The Chevron Corporation (NYSE: CVX) made US$5.7 billion dollars last quarter alone. However, according to a Reuters report it is seeking investors for upwards of US$1.5 billion in equity investments to help fund the development of the Duvernay Shale formation in Canada.
This isn’t the only Canadian asset Chevron needs help funding; it’s also looking for a replacement for Apache Corporation (NYSE: APA), which is bailing on the Kitimat LNG project. The curious question is that with all its billions in profits, why is Chevron seeking help in Canada?
A look at where Chevron wants help
Chevron completed its initial exploration of the Duvernay Shale last fall. The 12-well drilling program produced encouraging results as well performance exceeded the company’s expectations. Because of this the company called the discovery “a foundation for future growth in Canada.” It then transitioned to a two-rig drilling program this year to optimize well and completion design. Now, it’s looking for help as it really begins to develop the asset.
It’s not the first company to seek a partner in the Duvernay. EnCana Corporation (TSX: ECA)(NYSE:ECA) sold a 49.9% interest in its Duvernay Shale position to a Chinese energy company to help it fund the development of the play. The $2.18 billion deal paid EnCana $1.18 billion at closing with another $1 billion payable over four years as a drilling carry to fund half of EnCana’s development capital.
Meanwhile, Talisman Energy Inc (TSX: TLM)(NYSE: TLM) and Athabasca Oil Corp (TSX: ATH) are both said to be seeking a joint venture partner to fund the development of a portion of their Duvernay Shale position. While both are seeking money to help fund drilling, that’s not the only reason all want partners in the Duvernay.
It’s all about the risk
The reason all of these companies are looking for a development partner is to reduce some of their risk. While the Duvernay Shale looks like a world-class liquids play, it’s still very early in its development and might not turn out as good as the initial results suggest.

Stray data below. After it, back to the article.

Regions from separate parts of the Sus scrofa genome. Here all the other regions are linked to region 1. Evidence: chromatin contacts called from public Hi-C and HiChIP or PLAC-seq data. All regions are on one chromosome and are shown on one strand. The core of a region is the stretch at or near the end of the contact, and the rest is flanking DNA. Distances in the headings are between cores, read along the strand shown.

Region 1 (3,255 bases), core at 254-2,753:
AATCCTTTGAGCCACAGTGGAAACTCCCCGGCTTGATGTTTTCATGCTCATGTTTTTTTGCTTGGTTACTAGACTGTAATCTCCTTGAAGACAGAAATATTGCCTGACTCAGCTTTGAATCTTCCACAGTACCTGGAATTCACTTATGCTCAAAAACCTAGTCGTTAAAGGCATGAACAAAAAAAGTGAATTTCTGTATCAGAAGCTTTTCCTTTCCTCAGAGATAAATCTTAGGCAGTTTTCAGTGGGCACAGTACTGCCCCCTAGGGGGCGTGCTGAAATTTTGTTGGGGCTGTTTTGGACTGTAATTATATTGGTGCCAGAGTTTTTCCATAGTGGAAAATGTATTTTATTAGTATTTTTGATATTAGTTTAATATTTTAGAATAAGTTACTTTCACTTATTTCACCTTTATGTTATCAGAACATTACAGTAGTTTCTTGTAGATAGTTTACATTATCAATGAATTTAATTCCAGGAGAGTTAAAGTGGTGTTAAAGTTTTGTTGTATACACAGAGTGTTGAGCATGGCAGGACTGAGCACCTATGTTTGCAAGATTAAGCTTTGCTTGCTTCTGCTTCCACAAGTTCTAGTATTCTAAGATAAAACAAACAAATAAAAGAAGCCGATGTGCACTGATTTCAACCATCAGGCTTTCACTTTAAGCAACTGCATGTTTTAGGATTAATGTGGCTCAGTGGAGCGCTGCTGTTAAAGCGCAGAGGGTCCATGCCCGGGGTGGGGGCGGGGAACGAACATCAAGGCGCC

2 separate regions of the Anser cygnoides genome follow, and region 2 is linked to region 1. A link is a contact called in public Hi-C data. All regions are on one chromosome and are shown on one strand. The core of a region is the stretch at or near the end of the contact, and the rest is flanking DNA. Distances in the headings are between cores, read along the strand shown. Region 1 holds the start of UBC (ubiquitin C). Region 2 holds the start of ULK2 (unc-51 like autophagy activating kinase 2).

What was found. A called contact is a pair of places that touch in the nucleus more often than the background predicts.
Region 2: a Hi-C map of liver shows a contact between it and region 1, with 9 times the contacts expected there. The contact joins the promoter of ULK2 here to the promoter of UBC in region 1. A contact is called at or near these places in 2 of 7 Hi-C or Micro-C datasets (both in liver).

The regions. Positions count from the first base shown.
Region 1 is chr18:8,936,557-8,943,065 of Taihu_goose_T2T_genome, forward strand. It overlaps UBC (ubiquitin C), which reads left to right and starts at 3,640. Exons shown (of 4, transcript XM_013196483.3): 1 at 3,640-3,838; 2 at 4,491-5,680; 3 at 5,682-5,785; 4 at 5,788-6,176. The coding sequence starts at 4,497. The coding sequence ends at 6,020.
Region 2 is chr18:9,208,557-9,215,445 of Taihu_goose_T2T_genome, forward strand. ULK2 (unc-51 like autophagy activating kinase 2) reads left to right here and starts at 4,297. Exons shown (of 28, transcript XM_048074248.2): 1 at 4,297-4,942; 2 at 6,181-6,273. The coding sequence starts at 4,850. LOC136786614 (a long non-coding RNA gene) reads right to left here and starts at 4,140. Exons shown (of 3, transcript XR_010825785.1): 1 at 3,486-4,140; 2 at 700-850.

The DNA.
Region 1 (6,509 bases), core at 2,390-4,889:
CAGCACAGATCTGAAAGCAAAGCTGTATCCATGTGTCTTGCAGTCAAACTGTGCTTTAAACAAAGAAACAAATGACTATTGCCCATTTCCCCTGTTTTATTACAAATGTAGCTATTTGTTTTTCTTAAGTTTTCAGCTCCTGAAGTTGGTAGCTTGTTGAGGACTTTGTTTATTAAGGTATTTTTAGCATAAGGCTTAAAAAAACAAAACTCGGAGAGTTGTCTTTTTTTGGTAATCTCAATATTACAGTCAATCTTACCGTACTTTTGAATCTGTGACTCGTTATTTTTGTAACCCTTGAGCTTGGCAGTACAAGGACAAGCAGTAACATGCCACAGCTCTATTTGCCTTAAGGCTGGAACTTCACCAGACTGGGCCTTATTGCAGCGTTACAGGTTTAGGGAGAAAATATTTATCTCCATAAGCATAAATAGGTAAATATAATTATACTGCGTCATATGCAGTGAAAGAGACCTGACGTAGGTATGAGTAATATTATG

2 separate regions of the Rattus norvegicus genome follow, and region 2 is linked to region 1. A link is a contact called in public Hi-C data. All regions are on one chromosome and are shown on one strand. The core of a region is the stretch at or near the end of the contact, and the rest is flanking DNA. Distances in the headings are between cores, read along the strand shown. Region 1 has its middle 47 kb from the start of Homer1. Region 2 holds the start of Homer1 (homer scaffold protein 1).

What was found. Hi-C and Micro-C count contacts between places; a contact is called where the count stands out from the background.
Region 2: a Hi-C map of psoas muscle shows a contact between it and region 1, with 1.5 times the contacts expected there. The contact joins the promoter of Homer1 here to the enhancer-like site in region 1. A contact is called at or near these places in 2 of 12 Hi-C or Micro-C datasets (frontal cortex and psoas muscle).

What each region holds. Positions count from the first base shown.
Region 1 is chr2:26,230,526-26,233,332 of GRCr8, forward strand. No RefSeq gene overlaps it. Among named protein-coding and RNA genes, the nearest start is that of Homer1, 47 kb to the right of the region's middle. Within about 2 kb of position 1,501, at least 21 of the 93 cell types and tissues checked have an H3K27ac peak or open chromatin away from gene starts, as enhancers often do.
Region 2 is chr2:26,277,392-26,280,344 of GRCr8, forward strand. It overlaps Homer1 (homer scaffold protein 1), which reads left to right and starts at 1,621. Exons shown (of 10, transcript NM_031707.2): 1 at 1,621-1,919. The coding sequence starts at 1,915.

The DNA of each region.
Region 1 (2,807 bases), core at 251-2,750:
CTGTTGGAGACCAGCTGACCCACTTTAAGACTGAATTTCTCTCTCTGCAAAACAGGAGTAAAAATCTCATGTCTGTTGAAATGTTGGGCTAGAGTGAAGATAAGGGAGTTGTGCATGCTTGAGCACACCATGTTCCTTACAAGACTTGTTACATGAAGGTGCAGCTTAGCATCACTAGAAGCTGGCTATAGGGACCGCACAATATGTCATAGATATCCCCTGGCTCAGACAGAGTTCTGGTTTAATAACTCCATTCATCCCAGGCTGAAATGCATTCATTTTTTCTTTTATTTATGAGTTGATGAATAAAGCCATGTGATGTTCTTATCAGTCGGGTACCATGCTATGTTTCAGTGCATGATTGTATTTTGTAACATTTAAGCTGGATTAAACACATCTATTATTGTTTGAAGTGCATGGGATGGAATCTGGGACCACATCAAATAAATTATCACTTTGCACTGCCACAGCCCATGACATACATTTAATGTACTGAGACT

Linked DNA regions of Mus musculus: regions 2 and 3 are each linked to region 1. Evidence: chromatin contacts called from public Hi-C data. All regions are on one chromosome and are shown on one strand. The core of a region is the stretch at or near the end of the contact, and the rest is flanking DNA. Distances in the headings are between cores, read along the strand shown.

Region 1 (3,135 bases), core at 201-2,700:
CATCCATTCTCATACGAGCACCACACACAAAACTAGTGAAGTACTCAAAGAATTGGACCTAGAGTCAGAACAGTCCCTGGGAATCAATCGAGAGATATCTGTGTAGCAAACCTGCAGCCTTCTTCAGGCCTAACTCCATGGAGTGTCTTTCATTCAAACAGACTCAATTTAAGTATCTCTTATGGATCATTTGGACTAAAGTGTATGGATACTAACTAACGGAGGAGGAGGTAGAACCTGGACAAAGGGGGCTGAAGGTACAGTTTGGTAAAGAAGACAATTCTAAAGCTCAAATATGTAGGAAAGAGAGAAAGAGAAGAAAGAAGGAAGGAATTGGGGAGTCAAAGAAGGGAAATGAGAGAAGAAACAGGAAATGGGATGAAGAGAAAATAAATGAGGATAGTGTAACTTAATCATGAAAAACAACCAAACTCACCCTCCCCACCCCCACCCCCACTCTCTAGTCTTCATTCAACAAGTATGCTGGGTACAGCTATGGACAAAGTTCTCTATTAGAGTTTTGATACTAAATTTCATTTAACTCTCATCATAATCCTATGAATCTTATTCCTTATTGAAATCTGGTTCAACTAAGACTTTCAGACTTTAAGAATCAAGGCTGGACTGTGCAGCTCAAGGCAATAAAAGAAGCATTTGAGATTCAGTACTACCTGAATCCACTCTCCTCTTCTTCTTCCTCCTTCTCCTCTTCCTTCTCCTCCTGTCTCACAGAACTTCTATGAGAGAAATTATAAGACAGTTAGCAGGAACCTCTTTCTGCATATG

The energy industry has been burned many times before with a recent example being the Utica Shale in the U.S., which simply hasn’t lived up to the lofty early expectations. This is why Chevron is seeking an equity partner to “diffuse the development risk for the next phase of the project” according to Reuters report.
There is a good reason why it wants to diffuse the risk. Chevron has struggled in recent years with skyrocketing project costs. Its Gorgon LNG project in Australia, for example, has seen its development cost surge from US$37 billion to an estimated US$54 billion. In fact, it is the surging cost of LNG projects that’s behind Apache’s decision to bow out of both its LNG joint ventures with Chevron, including Canada’s Kitimat LNG project. Apache is seeking more predictable growth than LNG can offer it because of risk with unpredictable costs.
Oil and gas development is risky. Not only are the commodities volatile but so are the costs to develop these projects. That’s why few energy companies go it alone when it comes to early stage development projects. So it’s no surprise to see Chevron seeking investors to help fund its developments in Canada as the company knows all too well about the risks of development oil and gas projects. It’s simply prudent risk management for an early stage shale play.